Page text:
DES MOINES, Iowa—As President Trump maps out his re-election bid, farmers in this battleground state are backing him even with the U.S. Farm Belt bracing for deeper pain from his trade fight with China.
In and around the livestock barns, agriculture building and an antique-tractor collection at the Iowa State Fair in recent days, farmers almost universally expressed support for the president and pledged to vote for him in 2020.
“He’s doing a good job and trying to make sure we’re treated fairly,” said Kevin Prevo, a fifth-generation farmer who raises corn, soybeans, cattle and hogs on about 1,400 acres near Bloomfield, Iowa.
Mr. Prevo showed zero uncertainty when asked whether he would vote for Mr. Trump again in 2020. “You bet,” he said.
The battle between the world’s two biggest economies is weighing especially hard on rural America after China said earlier this month that it would suspend all imports of U.S. agricultural goods. The U.S. on Tuesday said it would delay tariffs on some Chinese consumer goods, and Mr. Trump expressed hope that China would commit to some agriculture purchases from America, but it was unclear whether any such pledge was forthcoming.
In the wake of agricultural consolidation in recent decades, farmers aren’t nearly as large a group as they once were. But in heavily rural states like Iowa, which Mr. Trump won by almost 10 percentage points in 2016, they could still be an important voting bloc in 2020.
Before Mr. Trump and the eventual Democratic nominee compete for Iowa—one of the top corn, soybean and pork producers in the U.S.—the state will host the nation’s first nomination balloting in February. Democratic candidates have blanketed the state in recent days and many of their speeches at the fair have suggested Mr. Trump is severely damaging rural America.
Pete Buttigieg, the mayor of South Bend, Ind., said in a brief fairgrounds interview Tuesday that Mr. Trump’s actions have hurt farmers in Iowa and elsewhere.
“There’s no evidence to me that this is part of an actual plan,” he said. “I think he just poked them in the eye to see what would happen, and what happened is they retaliated.”
That message, however, doesn’t seem to be landing with farmers, even as industry associations ratchet up statements expressing concern about the trade dispute. The Wall Street Journal interviewed more than a dozen farmers on the fairgrounds over two days.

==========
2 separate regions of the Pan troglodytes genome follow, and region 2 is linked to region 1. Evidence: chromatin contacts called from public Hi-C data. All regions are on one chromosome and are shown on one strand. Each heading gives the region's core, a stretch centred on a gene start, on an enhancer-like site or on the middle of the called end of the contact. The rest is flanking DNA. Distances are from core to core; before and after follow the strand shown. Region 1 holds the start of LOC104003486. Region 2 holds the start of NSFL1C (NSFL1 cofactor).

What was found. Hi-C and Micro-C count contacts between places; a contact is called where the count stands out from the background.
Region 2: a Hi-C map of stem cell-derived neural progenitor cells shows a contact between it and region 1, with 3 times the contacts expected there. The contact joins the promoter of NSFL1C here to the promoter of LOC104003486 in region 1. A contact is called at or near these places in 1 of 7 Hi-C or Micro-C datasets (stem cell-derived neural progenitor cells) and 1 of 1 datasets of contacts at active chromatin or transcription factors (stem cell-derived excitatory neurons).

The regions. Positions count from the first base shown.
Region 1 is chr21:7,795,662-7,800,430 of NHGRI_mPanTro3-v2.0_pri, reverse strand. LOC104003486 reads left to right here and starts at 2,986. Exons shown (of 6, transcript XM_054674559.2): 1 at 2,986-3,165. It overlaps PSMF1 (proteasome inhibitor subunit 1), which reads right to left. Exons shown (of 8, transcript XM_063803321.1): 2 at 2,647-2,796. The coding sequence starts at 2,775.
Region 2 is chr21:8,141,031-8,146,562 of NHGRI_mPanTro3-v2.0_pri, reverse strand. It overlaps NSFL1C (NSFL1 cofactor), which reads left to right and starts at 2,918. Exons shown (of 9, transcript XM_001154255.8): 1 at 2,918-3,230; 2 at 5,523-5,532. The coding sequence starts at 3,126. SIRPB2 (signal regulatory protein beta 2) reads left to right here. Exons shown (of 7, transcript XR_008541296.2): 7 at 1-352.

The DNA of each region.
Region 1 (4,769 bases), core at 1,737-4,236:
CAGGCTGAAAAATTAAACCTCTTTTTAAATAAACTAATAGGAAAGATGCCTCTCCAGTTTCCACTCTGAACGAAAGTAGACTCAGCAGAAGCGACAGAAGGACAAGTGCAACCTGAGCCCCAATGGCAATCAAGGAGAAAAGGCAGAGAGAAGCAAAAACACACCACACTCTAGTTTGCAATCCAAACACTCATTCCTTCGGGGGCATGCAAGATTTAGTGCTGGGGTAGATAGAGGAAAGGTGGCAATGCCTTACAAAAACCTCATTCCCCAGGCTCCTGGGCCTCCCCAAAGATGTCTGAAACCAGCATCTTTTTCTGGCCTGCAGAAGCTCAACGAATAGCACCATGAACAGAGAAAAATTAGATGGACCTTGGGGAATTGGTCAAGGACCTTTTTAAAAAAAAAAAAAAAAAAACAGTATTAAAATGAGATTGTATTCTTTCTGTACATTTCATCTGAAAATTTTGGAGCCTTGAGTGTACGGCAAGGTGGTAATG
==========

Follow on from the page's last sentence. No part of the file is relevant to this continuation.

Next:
“He’s doing the right thing,” said Leo Balk, a fifth-generation farmer who raises corn, soybeans, oats, beef and dairy cows on about 300 acres near New Hampton, Iowa. “It hurts, but his concept is absolutely right.”
One of the reasons farmers are showing so much patience with Mr. Trump, even as commodity prices have suffered, is because his administration has provided tariff-related aid to farmers.
The U.S. Department of Agriculture this month started signing up farmers for a program that will disperse about $14.5 billion, following a roughly $10 billion program last year.
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Dan Taylor, who farms about 900 acres of corn, soybeans and livestock near Bouton, Iowa, called the checks the “Trump payment” and said last year’s assistance came close to making up for losses incurred as a result of the trade war.
Mr. Taylor was a rare farmer who said he didn’t vote for Mr. Trump and compared farmers backing the president with evangelical Christians who, as a whole, have also strongly supported him even though some of his actions may be counter to their beliefs.
“The ag sector is the same way,” Mr. Taylor said. “They’ll still give him their loyalty, even though the trade war isn’t doing ag any good.”
In 2016, Mr. Trump won 61% of the vote nationally in rural areas, exit polls show. In many rural counties, he outperformed 2012 Republican nominee Mitt Romney and that helped him win Iowa and other battlegrounds with large rural populations such as Wisconsin.
Former Iowa Democratic Gov. Tom Vilsack, an agriculture secretary in the Obama administration, said it shouldn’t be assumed that just because Mr. Trump enjoys the support of farmers that Democrats can’t reduce his vote margins in rural areas in 2020.
“The mistake that people make in this is to equate farmers and rural voters,” he said. “There are a lot more rural voters who are not farmers, than farmers.”
Mr. Vilsack said he is pleased Democratic candidates are spending more time in rural areas and offering detailed proposals. “The question for Democrats is how do we make the case for rural voters, and I think for the first time in a long time, maybe since Bill Clinton, we’ve got candidates talking about a specifically rural set of policy initiatives,” he said.
Some farmers, Mr. Vilsack said, are also starting to realize the trade situation wouldn’t be so dire if Mr. Trump had built a coalition and made it harder for the Chinese to target U.S. agriculture.
Adam Nechanicky, who farms soybeans, corn and cattle on about 750 acres in Buckingham, Iowa, said lower soybean prices could also be a symptom of other demand-side issues.
“You hear on the news all the time that he’s out trying to hurt the farmers. I don’t believe that,” said Mr. Nechanicky, a self-identified 2016 supporter of Mr. Trump. “A deal worth doing is not going to be easy. It’s going to take a little bit of pain to make it better.”
Still, some farmers off the fairgrounds said they see long-term damage from Mr. Trump’s actions.
“Farmers have had lower prices, and they have so much market uncertainty, and all these markets that we’ve built—worked and worked and worked to build up over the years—now those relations are, are at, you know, all time lows,” said Aaron Lehman, president of the Iowa Farmers Union. “It’s going to take years for us to recover from how it was carried out.”
—Tarini Parti contributed to this article.
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